They played a really good, wide selection of songs. Someone in the audience kept shouting for “Rock ‘n’ Roll Pest Control”, which they didn’t play, but more on that later. Tad and Kurt had a really good sort of interplay going between songs. They’d do all sorts of hilarious routines, like the thing about Round Table Pizza, which didn’t really make a whole lot of sense (Tad, or T-Hut, was talking about how he’d been there that day and once a long time ago, and that they had pretty good pizza. On the other hand, Kurt hadn’t been there in years, and couldn’t remember. Erm, trust me — this was much funnier than it sounded), or the one where Tad was asking Kurt what to do if he wanted to dry his clothing. And Kurt said he’d answer his question musically, and the band went into the first two lines or so of Tobacco Road, only changed to “I was born, now you’re dead/all my clothes are hangin’ in the bank.” Then they’d stop, and try it again. Then they stopped, and moved it up to another key, and did it again, stopped, and then went into another song, which was That Letter.

Somewhere around here, Jim made a joke that the set was almost over and that there was only “that much beer” (as he held up his bottle) left in the set. Luckily, he was wrong, or he is very good at nursing beers, because there was still a pretty good stretch after that.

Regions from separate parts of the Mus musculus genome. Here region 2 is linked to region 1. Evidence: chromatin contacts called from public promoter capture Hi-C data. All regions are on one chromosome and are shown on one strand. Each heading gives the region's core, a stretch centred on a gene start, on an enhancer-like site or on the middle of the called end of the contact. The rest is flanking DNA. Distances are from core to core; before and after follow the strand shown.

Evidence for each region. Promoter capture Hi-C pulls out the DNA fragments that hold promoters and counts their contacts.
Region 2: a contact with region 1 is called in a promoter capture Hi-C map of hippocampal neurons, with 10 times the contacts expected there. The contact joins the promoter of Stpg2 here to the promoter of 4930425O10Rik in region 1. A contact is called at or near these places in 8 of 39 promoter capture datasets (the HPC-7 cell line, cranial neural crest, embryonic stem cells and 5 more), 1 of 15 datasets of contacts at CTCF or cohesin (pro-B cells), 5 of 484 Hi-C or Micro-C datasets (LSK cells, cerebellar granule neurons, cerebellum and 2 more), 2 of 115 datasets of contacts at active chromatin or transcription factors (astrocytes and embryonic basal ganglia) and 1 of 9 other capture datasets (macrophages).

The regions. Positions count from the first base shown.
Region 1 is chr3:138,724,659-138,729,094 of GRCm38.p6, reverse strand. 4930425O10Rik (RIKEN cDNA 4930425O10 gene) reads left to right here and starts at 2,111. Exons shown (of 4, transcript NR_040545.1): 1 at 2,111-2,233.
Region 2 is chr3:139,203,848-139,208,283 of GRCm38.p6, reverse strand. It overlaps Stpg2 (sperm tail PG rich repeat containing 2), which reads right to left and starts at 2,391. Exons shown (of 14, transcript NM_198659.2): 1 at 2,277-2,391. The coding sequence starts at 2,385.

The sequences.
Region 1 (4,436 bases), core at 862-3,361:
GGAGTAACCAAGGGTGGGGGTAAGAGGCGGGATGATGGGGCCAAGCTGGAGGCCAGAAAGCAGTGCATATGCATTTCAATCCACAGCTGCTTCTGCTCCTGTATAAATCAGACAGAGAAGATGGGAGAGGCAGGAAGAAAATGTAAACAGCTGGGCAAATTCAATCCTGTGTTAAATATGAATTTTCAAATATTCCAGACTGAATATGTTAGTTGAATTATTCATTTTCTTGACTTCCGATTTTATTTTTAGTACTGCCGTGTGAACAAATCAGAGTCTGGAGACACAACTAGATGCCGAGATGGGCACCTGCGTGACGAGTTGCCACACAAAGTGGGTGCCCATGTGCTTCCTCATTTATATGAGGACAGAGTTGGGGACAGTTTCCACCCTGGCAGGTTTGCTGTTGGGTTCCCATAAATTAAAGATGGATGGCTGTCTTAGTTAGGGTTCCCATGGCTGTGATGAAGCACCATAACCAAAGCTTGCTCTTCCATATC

Also: near the middle of the set, Chuck came out! And he played with the band! And it was AWESOME. They played a lot of the earlier songs, including some I hadn’t expected them to do, like “Hank, Karen and Elvis” (one of my favorites) or “Big House” (Chuck’s first, IIRC). Lot of stuff from both Low Beat and This One’s For The Ladies, and once Chuck came out, Men Who Loved Music. Which was pretty cool. 

It was obvious that all of the Fellows were just having boats of fun on stage, which made the show even more great. That’s the coolest thing about seeing the Fellows and Related Bands is that every time I’ve seen any of them, it’s been obvious that they just really love playing and it comes through in the songs and the performances and just makes for a great show.